Singapore is recognized as a pacesetter in blockchain and cryptocurrency due to its unfailingly supportive regulatory environment. Over the last few years, Singapore has seen a tremendous rise in the number of blockchain projects that have been registered within its borders.
To keep up with the evolving world of digital tokens, the Inland Revenue Authority of Singapore (IRAS) published a guide on the e-Tax that details how digital token transactions including ICOs, IEOS and STOs shall be taxed. These came a few months after Singapore released its new regulations for enterprises offering payment services.
The guide focuses on the taxation of three types of digital tokens. These include security tokens, utility tokens and payment tokens (tokens used as payment options). The guide also elaborates on the taxation of other tokens that are distributed through unconventional means like hard forks and airdrops.
According to the e-Tax guide, all transactions done using payment tokens shall be considered to be in the form of barter trade. Therefore, the recipients of the tokens shall be taxed depending on the value of the underlying goods or services.
Nonetheless, purchasing a payment token is not taxable. However, the returns from the disposal of the token are taxable if the process involved is a trading activity.
Payment tokens miners shall also be taxed if the mining intends to make profits.
Payment tokens distributed via hard forks and airdrops are not taxable if they are freely given out.
According to the e-Tax guide, utility token transactions are not taxable since they are mainly acquired to enable the users to acquire future services within a specific blockchain network.
According to the e-Tax guide, security tokens are regarded as a form of equity or debt since they give owners an implied degree of control or equity to a certain asset or project. As such, the taxation of the returns gotten from security tokens depends on the type of the return. The types in consideration here are interests and dividends.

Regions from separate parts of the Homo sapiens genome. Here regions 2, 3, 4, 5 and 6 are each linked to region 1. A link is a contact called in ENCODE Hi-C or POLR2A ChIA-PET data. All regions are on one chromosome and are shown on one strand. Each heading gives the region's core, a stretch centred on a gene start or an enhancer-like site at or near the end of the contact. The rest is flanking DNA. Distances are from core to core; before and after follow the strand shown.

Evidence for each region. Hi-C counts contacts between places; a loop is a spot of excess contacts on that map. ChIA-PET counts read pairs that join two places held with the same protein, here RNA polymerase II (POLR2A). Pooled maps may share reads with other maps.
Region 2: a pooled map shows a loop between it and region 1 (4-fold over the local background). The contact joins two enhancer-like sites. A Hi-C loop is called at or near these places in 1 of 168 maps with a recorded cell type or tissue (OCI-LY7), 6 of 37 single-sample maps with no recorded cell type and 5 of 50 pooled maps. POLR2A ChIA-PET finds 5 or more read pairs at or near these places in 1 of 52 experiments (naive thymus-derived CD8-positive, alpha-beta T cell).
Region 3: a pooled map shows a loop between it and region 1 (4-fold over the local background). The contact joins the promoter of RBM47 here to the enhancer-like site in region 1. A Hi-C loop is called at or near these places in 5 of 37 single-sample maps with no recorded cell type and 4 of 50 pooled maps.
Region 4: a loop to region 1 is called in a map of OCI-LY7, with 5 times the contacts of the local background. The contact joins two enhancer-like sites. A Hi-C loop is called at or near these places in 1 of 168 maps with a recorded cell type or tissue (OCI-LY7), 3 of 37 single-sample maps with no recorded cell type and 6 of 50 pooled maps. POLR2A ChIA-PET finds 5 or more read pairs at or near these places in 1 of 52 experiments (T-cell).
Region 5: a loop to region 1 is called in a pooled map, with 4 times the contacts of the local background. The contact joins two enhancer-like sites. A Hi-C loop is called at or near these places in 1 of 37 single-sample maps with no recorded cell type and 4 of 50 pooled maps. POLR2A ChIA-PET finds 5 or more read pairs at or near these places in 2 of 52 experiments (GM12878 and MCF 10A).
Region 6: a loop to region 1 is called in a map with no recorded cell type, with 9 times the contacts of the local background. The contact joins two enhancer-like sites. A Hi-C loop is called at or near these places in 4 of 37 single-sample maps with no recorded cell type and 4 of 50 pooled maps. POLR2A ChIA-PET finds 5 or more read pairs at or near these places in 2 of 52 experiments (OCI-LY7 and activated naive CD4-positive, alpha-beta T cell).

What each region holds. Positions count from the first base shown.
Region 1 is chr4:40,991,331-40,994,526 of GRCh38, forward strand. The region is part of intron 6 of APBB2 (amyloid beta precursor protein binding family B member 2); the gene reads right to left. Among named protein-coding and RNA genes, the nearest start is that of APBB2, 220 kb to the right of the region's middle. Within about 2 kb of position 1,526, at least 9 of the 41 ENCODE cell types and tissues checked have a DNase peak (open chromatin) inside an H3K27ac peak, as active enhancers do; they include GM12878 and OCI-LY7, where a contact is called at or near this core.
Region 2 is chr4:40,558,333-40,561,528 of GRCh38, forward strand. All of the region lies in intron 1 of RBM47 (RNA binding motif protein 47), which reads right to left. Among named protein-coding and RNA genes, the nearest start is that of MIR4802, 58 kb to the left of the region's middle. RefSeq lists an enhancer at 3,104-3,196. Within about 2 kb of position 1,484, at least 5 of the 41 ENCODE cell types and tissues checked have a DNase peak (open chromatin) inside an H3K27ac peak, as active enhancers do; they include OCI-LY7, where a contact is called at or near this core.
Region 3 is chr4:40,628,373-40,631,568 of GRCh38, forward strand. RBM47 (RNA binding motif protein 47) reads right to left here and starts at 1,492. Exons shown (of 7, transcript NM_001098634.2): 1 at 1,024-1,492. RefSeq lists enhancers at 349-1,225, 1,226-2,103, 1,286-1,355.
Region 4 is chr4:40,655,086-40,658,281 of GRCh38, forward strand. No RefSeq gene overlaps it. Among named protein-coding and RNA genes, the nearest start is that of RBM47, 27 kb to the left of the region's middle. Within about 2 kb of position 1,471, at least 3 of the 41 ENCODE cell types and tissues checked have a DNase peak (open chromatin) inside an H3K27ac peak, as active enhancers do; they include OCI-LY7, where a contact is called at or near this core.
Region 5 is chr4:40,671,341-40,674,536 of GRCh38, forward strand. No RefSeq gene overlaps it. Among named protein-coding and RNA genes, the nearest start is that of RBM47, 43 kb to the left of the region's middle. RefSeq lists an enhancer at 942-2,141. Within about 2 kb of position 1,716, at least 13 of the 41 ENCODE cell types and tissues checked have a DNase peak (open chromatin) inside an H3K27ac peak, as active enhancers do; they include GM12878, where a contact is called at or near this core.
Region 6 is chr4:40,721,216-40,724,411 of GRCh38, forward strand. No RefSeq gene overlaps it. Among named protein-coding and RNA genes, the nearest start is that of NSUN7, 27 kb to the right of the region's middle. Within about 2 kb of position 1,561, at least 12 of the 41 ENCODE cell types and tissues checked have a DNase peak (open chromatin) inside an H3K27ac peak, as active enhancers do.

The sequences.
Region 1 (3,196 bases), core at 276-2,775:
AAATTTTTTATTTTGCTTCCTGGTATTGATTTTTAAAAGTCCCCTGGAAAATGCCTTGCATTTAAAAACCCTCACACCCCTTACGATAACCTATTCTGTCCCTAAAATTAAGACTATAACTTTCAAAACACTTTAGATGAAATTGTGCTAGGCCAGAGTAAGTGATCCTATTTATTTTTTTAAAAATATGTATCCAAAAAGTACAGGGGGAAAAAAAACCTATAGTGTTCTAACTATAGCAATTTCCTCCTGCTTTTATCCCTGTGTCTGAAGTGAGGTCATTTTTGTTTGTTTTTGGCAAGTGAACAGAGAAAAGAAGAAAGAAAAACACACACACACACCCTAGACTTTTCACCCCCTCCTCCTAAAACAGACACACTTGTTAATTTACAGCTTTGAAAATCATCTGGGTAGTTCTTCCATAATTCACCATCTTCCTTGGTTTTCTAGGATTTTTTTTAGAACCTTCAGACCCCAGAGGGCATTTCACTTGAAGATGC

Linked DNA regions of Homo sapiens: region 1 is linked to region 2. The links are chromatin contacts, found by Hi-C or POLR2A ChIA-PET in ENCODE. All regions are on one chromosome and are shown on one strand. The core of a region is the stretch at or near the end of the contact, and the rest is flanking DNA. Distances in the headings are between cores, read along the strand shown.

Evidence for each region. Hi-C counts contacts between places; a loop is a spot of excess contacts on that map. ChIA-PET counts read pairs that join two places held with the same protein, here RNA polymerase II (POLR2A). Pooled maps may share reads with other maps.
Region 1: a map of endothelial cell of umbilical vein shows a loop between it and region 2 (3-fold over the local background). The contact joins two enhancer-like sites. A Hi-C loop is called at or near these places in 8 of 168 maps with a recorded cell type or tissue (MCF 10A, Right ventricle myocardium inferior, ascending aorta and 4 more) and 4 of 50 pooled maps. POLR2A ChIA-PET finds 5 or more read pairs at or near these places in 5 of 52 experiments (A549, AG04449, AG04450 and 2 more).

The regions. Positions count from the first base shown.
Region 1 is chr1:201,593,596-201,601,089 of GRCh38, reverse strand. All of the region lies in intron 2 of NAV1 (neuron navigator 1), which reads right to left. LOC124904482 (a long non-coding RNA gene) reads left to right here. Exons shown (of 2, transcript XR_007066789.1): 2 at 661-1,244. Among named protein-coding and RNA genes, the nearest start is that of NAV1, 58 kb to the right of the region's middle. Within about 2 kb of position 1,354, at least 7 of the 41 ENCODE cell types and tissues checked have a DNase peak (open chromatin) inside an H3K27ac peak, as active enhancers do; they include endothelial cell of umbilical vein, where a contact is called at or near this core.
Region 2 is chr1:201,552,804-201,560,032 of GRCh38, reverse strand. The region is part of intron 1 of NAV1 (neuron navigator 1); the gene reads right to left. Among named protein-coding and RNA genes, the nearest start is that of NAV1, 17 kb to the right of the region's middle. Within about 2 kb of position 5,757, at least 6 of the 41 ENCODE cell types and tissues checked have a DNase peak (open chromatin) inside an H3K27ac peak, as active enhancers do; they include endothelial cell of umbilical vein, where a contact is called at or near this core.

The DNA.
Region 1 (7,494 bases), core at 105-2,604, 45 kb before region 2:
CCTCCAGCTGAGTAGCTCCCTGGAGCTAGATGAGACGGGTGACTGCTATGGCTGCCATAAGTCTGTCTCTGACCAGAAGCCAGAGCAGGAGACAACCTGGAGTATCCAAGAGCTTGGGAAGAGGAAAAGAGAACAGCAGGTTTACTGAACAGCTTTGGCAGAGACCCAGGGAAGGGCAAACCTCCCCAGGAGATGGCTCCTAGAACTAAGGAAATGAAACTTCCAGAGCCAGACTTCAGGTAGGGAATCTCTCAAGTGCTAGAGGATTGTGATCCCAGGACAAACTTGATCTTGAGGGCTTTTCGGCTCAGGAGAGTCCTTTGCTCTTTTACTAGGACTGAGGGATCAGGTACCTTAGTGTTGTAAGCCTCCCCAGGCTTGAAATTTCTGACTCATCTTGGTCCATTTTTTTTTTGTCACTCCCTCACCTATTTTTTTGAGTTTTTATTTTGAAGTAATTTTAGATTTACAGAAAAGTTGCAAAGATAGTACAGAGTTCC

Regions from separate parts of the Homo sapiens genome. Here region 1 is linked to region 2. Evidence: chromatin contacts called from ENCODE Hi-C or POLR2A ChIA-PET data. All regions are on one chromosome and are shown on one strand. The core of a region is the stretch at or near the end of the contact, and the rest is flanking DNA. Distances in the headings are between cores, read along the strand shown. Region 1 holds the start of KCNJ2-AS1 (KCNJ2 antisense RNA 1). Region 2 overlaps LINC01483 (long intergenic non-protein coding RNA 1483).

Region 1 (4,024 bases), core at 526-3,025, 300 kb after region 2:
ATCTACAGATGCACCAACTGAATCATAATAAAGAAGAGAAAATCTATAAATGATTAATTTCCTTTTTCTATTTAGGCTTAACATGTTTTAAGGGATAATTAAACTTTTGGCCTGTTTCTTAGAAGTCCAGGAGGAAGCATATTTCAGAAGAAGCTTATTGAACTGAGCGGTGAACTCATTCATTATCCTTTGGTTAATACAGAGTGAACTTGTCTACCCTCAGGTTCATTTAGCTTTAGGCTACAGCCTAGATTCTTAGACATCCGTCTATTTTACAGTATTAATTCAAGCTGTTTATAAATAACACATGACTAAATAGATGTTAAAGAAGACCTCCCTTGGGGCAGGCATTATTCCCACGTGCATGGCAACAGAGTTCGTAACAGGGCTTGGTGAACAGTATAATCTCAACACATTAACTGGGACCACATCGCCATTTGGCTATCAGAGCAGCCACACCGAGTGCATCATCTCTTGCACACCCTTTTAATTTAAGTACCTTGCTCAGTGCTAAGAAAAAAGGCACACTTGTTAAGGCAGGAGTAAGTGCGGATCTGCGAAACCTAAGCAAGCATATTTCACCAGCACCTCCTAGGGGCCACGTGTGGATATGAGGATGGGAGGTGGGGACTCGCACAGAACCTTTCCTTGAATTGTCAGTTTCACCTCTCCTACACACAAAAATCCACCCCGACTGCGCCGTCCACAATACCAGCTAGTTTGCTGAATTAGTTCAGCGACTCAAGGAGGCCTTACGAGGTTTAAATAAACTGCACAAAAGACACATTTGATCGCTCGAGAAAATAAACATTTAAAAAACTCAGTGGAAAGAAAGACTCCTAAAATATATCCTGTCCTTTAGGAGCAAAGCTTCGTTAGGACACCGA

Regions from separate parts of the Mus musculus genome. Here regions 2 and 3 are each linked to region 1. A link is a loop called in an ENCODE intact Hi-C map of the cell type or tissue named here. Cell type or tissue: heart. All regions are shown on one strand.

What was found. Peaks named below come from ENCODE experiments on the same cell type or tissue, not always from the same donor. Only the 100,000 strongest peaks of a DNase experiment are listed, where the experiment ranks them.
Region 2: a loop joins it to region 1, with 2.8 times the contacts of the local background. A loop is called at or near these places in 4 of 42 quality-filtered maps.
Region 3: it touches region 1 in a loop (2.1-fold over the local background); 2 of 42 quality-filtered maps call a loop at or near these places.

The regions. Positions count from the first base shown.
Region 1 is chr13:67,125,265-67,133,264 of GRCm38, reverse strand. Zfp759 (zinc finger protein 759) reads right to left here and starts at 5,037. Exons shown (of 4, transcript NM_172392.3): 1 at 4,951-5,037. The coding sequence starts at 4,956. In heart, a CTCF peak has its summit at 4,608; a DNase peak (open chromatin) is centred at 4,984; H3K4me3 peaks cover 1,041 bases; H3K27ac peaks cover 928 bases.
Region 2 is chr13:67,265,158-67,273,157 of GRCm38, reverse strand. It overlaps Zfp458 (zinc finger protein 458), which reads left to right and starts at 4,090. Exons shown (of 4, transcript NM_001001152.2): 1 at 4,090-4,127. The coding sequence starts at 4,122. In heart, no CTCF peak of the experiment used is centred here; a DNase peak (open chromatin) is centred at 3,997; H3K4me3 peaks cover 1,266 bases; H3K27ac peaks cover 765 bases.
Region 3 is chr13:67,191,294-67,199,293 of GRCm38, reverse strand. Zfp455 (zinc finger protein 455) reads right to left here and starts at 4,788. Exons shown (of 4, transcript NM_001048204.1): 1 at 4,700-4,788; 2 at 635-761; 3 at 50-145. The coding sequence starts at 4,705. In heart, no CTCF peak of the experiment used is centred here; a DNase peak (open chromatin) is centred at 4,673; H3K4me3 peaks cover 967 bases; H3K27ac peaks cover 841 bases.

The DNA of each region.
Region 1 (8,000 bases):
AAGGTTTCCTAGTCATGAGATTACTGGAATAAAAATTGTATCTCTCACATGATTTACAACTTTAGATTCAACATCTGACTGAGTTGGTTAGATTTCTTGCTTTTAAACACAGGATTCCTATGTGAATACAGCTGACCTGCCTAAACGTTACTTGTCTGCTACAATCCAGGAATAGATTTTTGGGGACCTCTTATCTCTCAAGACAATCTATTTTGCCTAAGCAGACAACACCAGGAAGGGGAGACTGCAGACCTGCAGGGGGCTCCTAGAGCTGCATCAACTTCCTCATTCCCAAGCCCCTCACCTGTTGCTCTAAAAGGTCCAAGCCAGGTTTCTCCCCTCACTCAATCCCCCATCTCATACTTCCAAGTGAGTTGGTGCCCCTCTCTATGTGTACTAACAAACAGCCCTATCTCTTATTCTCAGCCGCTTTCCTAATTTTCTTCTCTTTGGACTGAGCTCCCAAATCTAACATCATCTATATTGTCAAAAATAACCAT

ICOs and STOs taxation
According to the IRAS, the proceeds of Initial Coin Offerings (ICOs) and Security Token Offerings (STOs) shall be taxed depending on the functions and rights of the used token.
If the issued token is a utility token, the sale shall be considered to be in the form of revenue and is therefore taxable. This is because the utility token is an obligation for the issuer to provide a service or good in the future that shall be bought or paid for using this token.
On the other hand, the issuance of security tokens shall not be taxed since the proceeds parallel the proceeds obtained from issuance of equities or debts, which is normally capital in nature. However, as mentioned above, withholding tax obligation and the general income tax shall apply to the interest and dividends paid to the owners of the token.
Tokens set aside for founders in ICOs and STOs
In most cases, startups set aside some tokens for the founders. In this case, if the tokens are used to pay or compensate the founders, they are regarded as revenue and the founder that receives them shall be taxed. However, if the tokens are not issued as a form of payment, they are regarded as a capital asset of the founder.
What a taxpayer dealing with digital tokens in Singapore should do
IRAS instructs taxpayers in Singapore that deal with digital tokens to keep proper records of the digital token transactions so that it can be simple to file the returns.
The records should have the following:
- Transaction date.
- The number of tokens sold or received.
- Value of the digital token at the time of transaction.
- The used exchange rate.
- Purpose of the transaction.
- Details of the customers/suppliers in case it was a buy or sell transaction.
- Details of the ICO or STO.
- Invoices or Receipts of the expenses incurred within the business.